Rich Rethorn is a former Bronx, New York grave digger. His dark surrealist charcoal drawings are informed by an intimate relationship with decomposition and the realities of the flesh. Inspired by the early 80's D.I.Y. punk scene, Rich began creating large scale oil paintings in 1984 and self-published nearly 20 issues of his own zine, HEADPUMP. More recently Rich was instrumental in forming NYC's acclaimed Lit Lounge & Fuse Gallery, where he served as assistant curator. Imagine Tex Avery performing an autopsy on Hans Bellmer and you're getting close to the mad, mad world of Rich Rethorn!

Frank Russo is the co-founder/curator of NYC’s MF Gallery. Since 2003 MF Gallery has been the Lower East Side’s sanctuary for great underground art. Frank’s own art fuses a life-long love for trash culture & fast music with a wide variety of media and styles. In the not-so-distant future Frank intends to destroy the human race with his robot metal band, Dethrace! Be prepared.

Jim Blanchard is a Seattle-based artist whose white-knuckle line drawings have appeared in numerous books, magazines, & album covers. His bad-trip doodles first emerged in the early 80’s with his self-published punk/art zine, ‘Blatch’. This zine was unique in its equal representation of underground art and music and was a big influence on Destroying Angels several years later. Jim’s recent work includes portraits of cinematic icons, often created using colorful consumer stickers, and his hilarious graphic novel collaboration with Jim Goad titled ‘Trucker Fags in Denial’.

Ross Sewage has a combined 17 years in the underground, handling bass duties, fire-breathing, and art direction for Impaled and Ludicra. He has also provided art for scores of other bands including Median and Ex-Dementia. His art has recently shown in Germany and he likes his ramen noodles without the meat.

Sean “Bloodbath” McGrath is an emerging artist whose fun zombie renderings most closely resemble the confident styles of EC masters such as Will Elder and Jack Davis. Sean holds high the six-string middle finger in Impaled and also handles much of the band’s art direction. Recently he has created album cover art, t-shirts, and logos for many bands that probably didn’t pay him what he deserved.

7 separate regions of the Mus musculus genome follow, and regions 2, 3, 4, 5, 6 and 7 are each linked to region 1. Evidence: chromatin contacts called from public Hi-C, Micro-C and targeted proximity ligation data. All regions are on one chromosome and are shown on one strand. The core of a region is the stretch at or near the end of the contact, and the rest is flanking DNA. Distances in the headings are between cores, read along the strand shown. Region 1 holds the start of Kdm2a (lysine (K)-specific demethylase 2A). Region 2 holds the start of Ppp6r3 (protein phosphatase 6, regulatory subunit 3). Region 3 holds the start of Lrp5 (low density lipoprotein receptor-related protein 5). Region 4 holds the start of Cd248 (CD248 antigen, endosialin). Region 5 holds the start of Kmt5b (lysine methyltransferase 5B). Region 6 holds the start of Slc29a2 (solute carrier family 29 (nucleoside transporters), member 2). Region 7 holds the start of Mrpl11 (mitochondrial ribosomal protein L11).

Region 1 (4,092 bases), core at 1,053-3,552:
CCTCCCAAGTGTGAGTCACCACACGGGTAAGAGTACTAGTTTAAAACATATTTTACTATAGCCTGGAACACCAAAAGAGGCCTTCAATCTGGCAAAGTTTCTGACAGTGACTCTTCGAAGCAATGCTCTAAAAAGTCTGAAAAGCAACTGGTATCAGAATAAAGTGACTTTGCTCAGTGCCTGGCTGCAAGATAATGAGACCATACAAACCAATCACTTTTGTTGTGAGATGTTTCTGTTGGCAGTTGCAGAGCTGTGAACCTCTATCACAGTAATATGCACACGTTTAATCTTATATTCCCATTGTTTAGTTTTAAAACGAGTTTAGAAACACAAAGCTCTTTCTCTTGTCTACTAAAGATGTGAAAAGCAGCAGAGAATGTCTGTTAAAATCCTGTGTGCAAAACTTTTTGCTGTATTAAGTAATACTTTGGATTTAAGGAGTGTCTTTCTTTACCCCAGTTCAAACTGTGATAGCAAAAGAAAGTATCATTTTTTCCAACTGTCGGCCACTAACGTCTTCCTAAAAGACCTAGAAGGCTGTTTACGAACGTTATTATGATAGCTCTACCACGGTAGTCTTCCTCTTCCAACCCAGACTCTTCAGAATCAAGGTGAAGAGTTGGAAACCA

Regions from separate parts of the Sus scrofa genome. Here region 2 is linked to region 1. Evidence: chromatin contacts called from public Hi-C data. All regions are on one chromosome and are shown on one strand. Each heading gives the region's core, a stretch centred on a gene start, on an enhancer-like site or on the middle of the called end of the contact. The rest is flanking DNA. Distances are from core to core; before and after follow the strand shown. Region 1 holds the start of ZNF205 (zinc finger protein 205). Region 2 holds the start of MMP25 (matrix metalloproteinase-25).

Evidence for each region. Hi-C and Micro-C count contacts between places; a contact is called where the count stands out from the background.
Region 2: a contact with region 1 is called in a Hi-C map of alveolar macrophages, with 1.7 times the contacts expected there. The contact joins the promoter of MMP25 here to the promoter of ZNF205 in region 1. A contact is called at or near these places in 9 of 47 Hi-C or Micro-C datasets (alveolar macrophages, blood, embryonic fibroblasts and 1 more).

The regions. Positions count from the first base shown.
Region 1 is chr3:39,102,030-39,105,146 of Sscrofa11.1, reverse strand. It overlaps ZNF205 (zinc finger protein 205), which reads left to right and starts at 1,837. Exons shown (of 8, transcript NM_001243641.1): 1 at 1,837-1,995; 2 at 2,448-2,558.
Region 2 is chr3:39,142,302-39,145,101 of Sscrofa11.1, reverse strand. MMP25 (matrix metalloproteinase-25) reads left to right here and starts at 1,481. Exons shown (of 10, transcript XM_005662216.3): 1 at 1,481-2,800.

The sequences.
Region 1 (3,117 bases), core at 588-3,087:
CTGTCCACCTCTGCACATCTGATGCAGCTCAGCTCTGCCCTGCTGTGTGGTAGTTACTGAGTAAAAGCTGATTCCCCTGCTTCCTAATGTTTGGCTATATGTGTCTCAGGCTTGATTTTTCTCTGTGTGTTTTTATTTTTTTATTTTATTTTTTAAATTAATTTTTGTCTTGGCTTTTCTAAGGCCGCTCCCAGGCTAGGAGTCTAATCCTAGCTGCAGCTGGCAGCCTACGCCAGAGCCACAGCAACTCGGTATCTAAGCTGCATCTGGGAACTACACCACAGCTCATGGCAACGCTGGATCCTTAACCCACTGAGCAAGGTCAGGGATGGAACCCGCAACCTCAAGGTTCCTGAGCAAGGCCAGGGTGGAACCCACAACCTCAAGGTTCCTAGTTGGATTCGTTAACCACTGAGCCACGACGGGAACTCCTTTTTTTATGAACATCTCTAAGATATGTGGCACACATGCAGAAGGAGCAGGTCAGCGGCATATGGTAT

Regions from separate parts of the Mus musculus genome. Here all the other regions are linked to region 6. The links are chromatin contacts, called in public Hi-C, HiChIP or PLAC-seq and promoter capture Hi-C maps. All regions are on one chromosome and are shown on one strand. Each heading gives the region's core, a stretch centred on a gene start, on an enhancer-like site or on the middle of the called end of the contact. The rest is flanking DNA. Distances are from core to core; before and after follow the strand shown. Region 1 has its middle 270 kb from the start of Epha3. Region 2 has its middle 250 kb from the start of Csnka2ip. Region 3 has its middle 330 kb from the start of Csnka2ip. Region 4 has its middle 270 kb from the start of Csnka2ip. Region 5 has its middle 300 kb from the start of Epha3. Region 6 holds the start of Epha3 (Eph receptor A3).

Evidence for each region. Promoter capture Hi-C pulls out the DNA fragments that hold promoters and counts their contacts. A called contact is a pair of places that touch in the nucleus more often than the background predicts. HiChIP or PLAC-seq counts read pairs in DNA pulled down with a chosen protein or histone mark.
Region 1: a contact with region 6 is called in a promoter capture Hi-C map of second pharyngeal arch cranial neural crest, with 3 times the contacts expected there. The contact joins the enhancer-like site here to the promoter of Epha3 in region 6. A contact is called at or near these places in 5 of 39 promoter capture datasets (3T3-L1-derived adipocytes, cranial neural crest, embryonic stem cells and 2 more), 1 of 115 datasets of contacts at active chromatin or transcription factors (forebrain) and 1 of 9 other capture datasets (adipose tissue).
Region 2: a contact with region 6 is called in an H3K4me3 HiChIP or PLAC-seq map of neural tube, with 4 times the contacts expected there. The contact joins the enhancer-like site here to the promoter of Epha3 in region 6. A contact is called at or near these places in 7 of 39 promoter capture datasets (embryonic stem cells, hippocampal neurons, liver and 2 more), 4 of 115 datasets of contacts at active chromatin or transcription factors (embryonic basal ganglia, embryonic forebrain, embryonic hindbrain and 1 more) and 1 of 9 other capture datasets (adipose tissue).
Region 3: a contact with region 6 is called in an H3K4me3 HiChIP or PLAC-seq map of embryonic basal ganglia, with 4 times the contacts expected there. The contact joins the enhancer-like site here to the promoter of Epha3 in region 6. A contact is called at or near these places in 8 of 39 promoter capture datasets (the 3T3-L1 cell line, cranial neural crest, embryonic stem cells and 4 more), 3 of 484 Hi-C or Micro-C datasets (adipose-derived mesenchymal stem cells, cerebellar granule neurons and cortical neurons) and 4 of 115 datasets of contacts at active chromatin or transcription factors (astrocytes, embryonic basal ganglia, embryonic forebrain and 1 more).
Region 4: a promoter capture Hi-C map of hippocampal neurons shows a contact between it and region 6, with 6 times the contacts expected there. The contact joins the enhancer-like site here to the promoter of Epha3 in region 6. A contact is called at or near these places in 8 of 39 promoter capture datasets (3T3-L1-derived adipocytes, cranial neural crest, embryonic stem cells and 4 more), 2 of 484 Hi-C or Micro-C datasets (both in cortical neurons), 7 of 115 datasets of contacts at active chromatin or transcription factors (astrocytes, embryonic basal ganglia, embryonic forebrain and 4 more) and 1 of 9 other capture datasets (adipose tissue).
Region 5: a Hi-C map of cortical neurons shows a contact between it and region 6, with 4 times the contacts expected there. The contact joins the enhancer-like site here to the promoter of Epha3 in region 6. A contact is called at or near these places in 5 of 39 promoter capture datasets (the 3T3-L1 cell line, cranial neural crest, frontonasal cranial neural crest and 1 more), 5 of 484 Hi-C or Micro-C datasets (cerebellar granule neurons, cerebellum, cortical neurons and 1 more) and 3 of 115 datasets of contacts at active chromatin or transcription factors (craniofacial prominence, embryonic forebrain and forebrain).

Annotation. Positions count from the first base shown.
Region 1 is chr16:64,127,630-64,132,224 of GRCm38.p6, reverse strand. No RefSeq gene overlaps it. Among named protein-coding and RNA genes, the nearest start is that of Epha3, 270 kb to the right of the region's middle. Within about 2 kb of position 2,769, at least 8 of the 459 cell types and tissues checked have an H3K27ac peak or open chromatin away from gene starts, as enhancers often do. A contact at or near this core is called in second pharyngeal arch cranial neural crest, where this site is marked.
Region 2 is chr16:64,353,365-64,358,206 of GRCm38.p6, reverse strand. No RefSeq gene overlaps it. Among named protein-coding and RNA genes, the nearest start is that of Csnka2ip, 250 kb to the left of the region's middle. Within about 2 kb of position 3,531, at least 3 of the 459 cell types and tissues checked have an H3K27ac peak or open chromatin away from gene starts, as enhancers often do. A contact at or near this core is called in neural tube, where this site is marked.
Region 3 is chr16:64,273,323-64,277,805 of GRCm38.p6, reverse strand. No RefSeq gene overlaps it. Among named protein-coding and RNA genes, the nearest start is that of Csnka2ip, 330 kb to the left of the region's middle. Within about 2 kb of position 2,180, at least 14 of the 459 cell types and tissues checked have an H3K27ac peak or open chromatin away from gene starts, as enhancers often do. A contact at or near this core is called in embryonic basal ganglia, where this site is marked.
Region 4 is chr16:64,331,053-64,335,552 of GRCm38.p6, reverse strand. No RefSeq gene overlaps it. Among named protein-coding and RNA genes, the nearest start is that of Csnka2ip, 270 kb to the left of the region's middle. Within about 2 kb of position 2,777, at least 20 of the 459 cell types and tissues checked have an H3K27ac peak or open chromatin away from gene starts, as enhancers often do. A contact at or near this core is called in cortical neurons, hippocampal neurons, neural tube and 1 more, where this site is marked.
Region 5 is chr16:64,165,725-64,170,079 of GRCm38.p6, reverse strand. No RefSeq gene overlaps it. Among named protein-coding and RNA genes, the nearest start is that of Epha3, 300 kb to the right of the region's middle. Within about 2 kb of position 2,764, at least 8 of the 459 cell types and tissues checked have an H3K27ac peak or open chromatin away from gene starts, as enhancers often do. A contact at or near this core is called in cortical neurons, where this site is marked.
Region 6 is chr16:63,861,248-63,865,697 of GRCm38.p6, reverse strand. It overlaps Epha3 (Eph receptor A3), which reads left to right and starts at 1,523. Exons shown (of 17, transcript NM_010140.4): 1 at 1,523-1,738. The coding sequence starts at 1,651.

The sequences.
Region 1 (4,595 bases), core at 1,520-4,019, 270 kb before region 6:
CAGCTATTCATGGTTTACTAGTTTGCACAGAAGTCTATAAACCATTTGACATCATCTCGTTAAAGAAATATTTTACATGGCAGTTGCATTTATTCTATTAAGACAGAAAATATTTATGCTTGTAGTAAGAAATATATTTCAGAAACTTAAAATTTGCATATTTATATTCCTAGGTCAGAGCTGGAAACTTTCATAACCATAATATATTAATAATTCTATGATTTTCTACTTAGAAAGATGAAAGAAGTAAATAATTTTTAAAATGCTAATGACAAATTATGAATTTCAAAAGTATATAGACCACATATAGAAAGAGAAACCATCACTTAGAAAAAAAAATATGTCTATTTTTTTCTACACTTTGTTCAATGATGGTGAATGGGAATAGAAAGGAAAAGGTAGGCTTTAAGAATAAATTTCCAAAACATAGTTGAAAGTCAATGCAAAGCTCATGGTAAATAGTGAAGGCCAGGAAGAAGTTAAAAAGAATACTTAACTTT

Andrei Bouzikov is a Russian immigrant and Academy of Art graduate with one boot in the punk gutter and one boot in heavy metal hell! He plays bass for Deadfall and has provided art for a broad range of bands as well as mainstream illustration gigs that actually pay the bills! Entartete Kunts is proud to display his freshly painted cover art for Municipal Waste’s latest full-length, not yet released!

Sean "Goblin" Aaberg is an uppity punk whose illustrations of mythological cider-swilling crusty trolls have graced the pages of zines since the early 90’s. Sean is a smart & versatile artist who gracefully handles multiple styles and projects, with an emphasis on subversive design and bold color. When he isn’t passed out near the train tracks with a 12-sided die in his hands, Sean teaches little kids how to draw.

Reuben Storey is an emerging cartoonist with an economical narrative style and a keen eye for mutant detail. His dystopian sci-fi cartoons often depict hilarious fat slobs puking into space and awaiting the inevitable mandroid takeover! Born in Louisiana, Reuben currently resides in Olympia, Washington where he ekes out a living while playing drums in two of the Northwest’s most promising metal bands, Funerot and Furdidurke.

Mark Riddick has been a staple in the underground since he sold his soul at age 14. His visual work has appeared wherever quality death metal has reared its ugly head and his rotting entangled zombies are instantly recognizable. Among the many projects of this veritable “renaissance man”, Mark also composes dark medieval-influenced music (along with his identical twin brother & band mate) under the moniker The Soil Bleeds Black.

Scott Stearns is a black wizard and he will stab you in the fucking neck! His dense sativa-soaked pen drawings have appeared on numerous releases including, most notably, Nunslaughter and his own band Necrodamus. Naked sluts, pentagrams, swords, goats! Scott is simply what great underground art is all about.

Dennis Dread is the curator of this mess and is currently writing about himself in the third-person again. Chronically behind on deadlines and wildly unpopular with the opposite sex, he still hasn’t purchased real art supplies or learned how to pay his utility bills. Buy him a beer and wish him luck…